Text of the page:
Louis Jay Arnold.’s Philadelphia dog bite lawyer represents people injured by dog bites and other dog attacks. Serious dog bite injuries are common in the United States. The American Veterinary Medical Association (AMVA) estimates that:
- more than 4.5 million people are bitten by dogs each year in this country, and
- almost 20% of those bites require medical care
Pennsylvania’s dog bite / attack laws govern dog owner liability for dog bites and attack injuries under various situations. The circumstances of a particular dog-related injury determine whether the State’s negligence or strict liability law will apply.
Pennsylvania’s Strict Liability Dog Bite Law
Certain cases handled by a Philadelphia dog bite lawyer may be governed by Pennsylvania’s strict liability dog bite law. Under this law, if the victim of the bite or attack did not provoke the dog’s behavior, the dog owner is liable for the following injuries, even if the owner was not negligent in causing the attack:
- any bite injuries caused by the dog
- any other (non-bite) injuries caused by the dog’s attack
Money damages available to dog bite / attack victims under the strict liability law vary with the severity of the injuries. “Severe” injuries include fractures and “disfiguring lacerations” requiring multiple stitches or surgery. Victims with injuries falling into this category may recover all damages caused by the bite or attack, such as:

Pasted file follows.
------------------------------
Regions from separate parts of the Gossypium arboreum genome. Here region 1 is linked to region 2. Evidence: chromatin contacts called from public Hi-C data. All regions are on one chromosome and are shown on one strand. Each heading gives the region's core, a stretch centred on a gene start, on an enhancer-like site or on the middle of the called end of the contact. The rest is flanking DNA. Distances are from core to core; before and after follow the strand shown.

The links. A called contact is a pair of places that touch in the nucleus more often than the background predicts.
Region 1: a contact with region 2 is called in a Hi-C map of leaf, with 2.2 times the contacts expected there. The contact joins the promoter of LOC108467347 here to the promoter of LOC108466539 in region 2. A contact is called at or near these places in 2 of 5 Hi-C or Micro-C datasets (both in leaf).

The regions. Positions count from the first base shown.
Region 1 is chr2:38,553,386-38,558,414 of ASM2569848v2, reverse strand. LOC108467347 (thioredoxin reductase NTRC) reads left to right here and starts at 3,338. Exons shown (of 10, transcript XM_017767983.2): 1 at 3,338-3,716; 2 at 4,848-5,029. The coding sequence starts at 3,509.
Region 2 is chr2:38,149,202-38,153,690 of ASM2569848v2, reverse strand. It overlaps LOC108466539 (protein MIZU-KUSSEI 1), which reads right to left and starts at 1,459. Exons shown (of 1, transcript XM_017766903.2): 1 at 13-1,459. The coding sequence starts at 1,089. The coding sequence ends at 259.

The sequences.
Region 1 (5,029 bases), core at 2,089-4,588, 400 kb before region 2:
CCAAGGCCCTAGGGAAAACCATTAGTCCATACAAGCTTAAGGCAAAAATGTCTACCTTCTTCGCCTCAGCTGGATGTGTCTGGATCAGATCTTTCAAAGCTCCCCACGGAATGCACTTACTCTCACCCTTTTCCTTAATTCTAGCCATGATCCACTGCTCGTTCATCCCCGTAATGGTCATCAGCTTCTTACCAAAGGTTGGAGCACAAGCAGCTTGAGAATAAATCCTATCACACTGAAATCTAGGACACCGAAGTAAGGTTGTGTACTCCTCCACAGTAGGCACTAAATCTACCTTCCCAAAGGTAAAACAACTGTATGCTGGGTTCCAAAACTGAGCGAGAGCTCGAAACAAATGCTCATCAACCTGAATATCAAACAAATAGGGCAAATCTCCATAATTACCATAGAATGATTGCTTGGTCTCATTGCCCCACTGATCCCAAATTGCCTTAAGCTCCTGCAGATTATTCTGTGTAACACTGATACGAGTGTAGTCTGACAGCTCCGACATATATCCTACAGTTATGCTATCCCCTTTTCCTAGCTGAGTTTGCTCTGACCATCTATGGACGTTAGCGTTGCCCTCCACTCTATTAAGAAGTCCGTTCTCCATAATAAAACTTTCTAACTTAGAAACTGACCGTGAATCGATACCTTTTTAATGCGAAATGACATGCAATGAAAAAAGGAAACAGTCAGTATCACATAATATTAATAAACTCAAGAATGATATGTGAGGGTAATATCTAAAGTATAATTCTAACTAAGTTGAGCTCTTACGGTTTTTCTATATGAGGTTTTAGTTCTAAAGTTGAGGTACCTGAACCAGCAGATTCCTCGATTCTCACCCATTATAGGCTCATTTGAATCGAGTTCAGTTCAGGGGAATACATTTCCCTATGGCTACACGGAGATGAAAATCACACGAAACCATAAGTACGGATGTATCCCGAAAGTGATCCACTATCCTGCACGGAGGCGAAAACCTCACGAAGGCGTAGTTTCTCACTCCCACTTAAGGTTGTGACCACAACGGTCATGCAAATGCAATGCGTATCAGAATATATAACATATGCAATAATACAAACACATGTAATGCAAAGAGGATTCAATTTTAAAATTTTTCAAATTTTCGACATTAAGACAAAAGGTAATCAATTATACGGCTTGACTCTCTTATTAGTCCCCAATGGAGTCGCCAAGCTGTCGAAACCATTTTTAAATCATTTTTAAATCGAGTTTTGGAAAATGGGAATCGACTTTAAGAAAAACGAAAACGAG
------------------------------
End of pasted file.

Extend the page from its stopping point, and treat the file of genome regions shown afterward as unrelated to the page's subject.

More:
- medical expenses
- income and other resultant losses
- pain and suffering resulting from the bite or attack injury
Strict liability compensation for injuries not defined as severe is limited to medical expenses resulting from the injury.
Pennsylvania’s Negligence Dog Bite Law
Pennsylvania dog owners may also be liable for dog bite / attack injuries caused by their negligence. Under the State’s negligence law (also known as the “one bite law”), dog-owner negligence that may result in liability includes:
- failing to leash or contain the dog as required by local law (negligence per se)
- failing to exercise due care to prevent an attack when owner knew or had reason to know the dog might bite or attack
If a bite or attack victim can prove owner negligence under the law, the victim may recover full damages for his or her injuries, regardless of their severity. Thus, even victims with non-severe injuries may recover pain and suffering and other losses in addition to medical expenses when the owner’s negligence caused the attack. These damages are only available, however, if the victim was not trespassing and did nothing to provoke the attack.